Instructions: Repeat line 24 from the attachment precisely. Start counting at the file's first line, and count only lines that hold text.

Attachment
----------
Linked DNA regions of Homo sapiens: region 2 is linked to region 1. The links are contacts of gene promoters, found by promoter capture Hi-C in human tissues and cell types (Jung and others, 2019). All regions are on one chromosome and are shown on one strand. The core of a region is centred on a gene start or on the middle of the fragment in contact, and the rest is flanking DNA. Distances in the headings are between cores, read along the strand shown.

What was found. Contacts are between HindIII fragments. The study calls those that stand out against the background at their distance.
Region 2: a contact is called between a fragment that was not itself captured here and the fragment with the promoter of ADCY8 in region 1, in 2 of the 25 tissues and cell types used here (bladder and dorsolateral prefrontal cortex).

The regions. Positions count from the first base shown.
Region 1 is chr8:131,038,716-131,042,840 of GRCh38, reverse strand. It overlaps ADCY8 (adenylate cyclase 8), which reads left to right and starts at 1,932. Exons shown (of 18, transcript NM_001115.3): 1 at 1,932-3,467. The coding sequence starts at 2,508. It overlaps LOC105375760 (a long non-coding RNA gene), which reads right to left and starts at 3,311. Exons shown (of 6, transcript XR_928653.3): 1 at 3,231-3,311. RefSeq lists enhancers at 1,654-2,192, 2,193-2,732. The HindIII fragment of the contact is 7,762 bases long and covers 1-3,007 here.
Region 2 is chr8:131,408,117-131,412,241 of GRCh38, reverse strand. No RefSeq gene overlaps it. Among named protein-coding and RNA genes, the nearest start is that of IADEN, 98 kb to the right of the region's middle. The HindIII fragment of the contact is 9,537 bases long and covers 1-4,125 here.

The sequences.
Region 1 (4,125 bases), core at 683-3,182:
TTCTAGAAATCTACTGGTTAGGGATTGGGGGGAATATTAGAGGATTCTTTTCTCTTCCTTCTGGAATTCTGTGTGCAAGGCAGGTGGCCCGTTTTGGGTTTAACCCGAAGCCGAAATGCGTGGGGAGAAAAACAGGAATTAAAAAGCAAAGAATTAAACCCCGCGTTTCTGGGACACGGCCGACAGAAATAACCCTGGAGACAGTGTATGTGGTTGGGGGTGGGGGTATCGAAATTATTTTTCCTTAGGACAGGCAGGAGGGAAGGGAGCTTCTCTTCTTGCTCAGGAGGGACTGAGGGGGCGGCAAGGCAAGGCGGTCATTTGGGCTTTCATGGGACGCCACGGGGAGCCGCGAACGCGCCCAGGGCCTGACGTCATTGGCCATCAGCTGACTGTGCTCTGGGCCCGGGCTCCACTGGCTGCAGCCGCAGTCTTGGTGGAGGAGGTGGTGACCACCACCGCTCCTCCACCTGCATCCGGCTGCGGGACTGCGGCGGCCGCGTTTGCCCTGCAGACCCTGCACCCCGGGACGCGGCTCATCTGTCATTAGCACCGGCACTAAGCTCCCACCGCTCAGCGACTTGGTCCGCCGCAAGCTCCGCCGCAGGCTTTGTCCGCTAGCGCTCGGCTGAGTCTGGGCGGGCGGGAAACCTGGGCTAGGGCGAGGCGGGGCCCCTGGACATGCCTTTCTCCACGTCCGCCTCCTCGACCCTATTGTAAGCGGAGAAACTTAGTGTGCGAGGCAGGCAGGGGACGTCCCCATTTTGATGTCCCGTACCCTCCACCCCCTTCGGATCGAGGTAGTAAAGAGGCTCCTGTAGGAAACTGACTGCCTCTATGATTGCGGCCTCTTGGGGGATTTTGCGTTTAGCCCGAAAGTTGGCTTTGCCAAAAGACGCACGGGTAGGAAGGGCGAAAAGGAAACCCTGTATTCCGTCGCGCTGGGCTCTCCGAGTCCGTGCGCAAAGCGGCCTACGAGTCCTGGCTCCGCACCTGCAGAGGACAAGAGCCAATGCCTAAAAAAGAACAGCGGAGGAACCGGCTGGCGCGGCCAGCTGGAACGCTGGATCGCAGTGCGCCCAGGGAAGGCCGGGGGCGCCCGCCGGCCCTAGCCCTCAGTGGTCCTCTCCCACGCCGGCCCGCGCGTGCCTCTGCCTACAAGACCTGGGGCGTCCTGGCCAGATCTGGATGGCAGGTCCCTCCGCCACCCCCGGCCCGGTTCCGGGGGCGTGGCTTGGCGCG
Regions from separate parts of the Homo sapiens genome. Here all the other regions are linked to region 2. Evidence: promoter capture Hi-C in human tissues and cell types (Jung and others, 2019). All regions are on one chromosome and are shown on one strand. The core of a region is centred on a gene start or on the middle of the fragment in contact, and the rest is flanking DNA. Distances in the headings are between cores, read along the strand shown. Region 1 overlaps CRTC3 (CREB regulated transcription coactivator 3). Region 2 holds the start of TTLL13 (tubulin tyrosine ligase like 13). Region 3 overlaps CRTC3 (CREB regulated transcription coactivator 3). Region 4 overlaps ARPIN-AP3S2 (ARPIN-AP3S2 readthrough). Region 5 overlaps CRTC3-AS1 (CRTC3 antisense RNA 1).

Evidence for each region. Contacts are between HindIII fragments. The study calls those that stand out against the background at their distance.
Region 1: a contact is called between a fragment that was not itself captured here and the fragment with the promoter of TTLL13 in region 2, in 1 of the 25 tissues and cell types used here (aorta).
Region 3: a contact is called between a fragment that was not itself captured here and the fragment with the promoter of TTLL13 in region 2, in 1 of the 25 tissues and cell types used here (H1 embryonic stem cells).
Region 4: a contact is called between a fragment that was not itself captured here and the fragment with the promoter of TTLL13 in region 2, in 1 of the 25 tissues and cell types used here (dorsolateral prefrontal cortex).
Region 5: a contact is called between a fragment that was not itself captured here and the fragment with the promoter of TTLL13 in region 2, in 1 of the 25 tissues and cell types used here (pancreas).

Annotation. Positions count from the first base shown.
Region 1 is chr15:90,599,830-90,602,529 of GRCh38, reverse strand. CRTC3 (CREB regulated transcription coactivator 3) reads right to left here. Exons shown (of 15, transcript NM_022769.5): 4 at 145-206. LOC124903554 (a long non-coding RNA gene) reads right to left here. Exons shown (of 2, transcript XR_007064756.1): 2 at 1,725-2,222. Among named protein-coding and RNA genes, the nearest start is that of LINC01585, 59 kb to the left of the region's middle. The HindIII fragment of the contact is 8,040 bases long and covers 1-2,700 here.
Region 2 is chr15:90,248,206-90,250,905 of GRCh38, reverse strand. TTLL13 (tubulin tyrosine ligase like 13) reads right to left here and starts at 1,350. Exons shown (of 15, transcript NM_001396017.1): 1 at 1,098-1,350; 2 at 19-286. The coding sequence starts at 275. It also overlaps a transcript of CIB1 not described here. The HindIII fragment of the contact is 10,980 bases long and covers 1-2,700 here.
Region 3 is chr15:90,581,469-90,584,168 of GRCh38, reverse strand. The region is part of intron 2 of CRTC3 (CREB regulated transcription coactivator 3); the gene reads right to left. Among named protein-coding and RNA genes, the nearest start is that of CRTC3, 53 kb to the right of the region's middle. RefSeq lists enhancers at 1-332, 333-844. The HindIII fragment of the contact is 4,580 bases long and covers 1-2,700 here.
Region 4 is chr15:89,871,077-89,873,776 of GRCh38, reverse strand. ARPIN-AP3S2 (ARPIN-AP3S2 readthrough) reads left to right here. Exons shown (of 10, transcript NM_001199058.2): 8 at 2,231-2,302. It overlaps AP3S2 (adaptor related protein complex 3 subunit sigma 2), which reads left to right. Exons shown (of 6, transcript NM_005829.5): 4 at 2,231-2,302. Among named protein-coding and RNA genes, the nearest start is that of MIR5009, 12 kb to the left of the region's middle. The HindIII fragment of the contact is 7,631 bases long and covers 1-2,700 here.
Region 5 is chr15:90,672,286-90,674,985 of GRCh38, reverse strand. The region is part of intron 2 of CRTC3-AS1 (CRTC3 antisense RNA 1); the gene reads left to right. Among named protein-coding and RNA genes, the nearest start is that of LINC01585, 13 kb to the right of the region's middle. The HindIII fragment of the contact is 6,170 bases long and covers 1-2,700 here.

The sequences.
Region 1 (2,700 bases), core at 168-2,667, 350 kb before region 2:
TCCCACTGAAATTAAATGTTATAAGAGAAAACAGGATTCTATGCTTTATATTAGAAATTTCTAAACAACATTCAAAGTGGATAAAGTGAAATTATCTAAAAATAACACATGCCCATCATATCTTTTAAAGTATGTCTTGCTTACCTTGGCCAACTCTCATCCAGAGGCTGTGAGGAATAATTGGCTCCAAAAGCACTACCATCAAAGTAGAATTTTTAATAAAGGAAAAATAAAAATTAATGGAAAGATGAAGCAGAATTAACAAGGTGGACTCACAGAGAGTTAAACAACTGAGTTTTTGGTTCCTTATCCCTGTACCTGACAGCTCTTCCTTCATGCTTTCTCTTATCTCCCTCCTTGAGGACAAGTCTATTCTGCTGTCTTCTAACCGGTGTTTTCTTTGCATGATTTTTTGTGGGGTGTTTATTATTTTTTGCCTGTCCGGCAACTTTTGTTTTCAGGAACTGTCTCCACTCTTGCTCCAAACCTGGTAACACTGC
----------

TCCCACTGAAATTAAATGTTATAAGAGAAAACAGGATTCTATGCTTTATATTAGAAATTTCTAAACAACATTCAAAGTGGATAAAGTGAAATTATCTAAAAATAACACATGCCCATCATATCTTTTAAAGTATGTCTTGCTTACCTTGGCCAACTCTCATCCAGAGGCTGTGAGGAATAATTGGCTCCAAAAGCACTACCATCAAAGTAGAATTTTTAATAAAGGAAAAATAAAAATTAATGGAAAGATGAAGCAGAATTAACAAGGTGGACTCACAGAGAGTTAAACAACTGAGTTTTTGGTTCCTTATCCCTGTACCTGACAGCTCTTCCTTCATGCTTTCTCTTATCTCCCTCCTTGAGGACAAGTCTATTCTGCTGTCTTCTAACCGGTGTTTTCTTTGCATGATTTTTTGTGGGGTGTTTATTATTTTTTGCCTGTCCGGCAACTTTTGTTTTCAGGAACTGTCTCCACTCTTGCTCCAAACCTGGTAACACTGC